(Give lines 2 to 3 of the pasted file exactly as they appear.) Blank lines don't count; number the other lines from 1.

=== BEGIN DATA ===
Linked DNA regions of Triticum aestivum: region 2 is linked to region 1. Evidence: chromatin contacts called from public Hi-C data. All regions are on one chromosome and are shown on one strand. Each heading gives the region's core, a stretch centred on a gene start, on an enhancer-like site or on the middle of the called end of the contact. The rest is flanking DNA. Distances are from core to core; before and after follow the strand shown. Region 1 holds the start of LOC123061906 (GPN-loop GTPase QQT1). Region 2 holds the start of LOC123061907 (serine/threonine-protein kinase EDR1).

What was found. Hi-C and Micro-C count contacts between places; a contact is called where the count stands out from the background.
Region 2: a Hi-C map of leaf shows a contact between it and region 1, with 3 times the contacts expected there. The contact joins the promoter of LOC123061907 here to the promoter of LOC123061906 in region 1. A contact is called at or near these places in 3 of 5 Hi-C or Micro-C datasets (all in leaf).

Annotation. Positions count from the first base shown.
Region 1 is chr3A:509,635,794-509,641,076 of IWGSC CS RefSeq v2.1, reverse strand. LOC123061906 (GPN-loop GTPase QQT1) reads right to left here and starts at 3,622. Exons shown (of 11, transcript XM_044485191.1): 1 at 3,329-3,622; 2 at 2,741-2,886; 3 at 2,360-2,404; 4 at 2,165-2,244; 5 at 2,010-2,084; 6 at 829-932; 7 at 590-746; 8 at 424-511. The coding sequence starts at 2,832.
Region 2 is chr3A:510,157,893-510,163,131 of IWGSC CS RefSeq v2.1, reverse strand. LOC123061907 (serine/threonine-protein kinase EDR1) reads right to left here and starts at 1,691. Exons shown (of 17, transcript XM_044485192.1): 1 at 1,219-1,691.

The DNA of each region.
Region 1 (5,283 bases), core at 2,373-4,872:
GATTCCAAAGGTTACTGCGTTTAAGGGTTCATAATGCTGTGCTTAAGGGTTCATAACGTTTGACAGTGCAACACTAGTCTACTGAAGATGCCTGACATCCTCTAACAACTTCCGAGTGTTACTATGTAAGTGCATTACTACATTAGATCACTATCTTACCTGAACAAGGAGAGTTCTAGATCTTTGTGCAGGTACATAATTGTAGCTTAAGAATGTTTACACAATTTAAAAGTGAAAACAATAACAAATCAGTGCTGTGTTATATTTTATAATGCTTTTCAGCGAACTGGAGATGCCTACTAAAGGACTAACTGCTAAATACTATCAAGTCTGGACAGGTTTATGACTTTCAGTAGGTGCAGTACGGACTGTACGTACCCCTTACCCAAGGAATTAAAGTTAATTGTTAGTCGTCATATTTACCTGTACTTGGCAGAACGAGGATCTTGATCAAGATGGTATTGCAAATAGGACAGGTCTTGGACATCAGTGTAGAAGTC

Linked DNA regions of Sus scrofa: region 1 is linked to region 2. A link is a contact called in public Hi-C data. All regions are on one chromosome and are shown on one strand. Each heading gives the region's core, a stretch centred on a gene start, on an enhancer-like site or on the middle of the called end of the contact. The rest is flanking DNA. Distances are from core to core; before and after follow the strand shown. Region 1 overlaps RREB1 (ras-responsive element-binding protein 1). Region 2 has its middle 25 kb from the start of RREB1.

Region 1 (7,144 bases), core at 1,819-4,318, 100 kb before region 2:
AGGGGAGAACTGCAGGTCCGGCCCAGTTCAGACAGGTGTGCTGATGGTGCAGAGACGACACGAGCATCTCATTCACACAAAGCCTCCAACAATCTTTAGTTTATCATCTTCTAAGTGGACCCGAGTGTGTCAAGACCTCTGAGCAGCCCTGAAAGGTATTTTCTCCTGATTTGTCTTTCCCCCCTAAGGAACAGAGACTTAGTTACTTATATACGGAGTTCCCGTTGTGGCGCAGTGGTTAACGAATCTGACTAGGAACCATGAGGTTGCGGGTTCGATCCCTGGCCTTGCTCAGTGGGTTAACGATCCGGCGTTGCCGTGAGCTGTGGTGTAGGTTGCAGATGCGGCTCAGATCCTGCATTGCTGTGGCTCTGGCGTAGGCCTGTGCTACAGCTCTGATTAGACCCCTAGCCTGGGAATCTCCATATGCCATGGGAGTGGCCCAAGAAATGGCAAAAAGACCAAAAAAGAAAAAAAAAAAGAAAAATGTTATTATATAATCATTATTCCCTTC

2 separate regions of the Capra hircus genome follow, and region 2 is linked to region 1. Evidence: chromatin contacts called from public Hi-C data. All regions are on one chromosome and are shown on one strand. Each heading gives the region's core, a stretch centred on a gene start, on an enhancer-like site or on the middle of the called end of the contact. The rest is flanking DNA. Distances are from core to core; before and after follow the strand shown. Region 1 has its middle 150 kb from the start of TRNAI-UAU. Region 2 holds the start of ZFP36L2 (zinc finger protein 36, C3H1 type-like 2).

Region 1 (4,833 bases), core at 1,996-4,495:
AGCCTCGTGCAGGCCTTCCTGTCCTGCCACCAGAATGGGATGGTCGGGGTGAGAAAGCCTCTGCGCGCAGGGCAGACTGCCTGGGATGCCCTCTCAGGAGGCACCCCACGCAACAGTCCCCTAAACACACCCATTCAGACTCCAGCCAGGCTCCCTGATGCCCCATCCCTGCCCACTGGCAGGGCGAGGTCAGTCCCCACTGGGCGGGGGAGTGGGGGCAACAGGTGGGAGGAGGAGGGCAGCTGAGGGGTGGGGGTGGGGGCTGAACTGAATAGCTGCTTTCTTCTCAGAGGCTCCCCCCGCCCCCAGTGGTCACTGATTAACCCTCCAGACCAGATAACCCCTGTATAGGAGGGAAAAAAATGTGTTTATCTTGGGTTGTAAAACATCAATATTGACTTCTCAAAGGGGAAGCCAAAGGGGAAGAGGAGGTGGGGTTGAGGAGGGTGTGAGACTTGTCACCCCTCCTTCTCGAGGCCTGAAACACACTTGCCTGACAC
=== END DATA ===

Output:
What was found. Hi-C and Micro-C count contacts between places; a contact is called where the count stands out from the background.
Region 2: a Hi-C map of leaf shows a contact between it and region 1, with 3 times the contacts expected there. The contact joins the promoter of LOC123061907 here to the promoter of LOC123061906 in region 1. A contact is called at or near these places in 3 of 5 Hi-C or Micro-C datasets (all in leaf).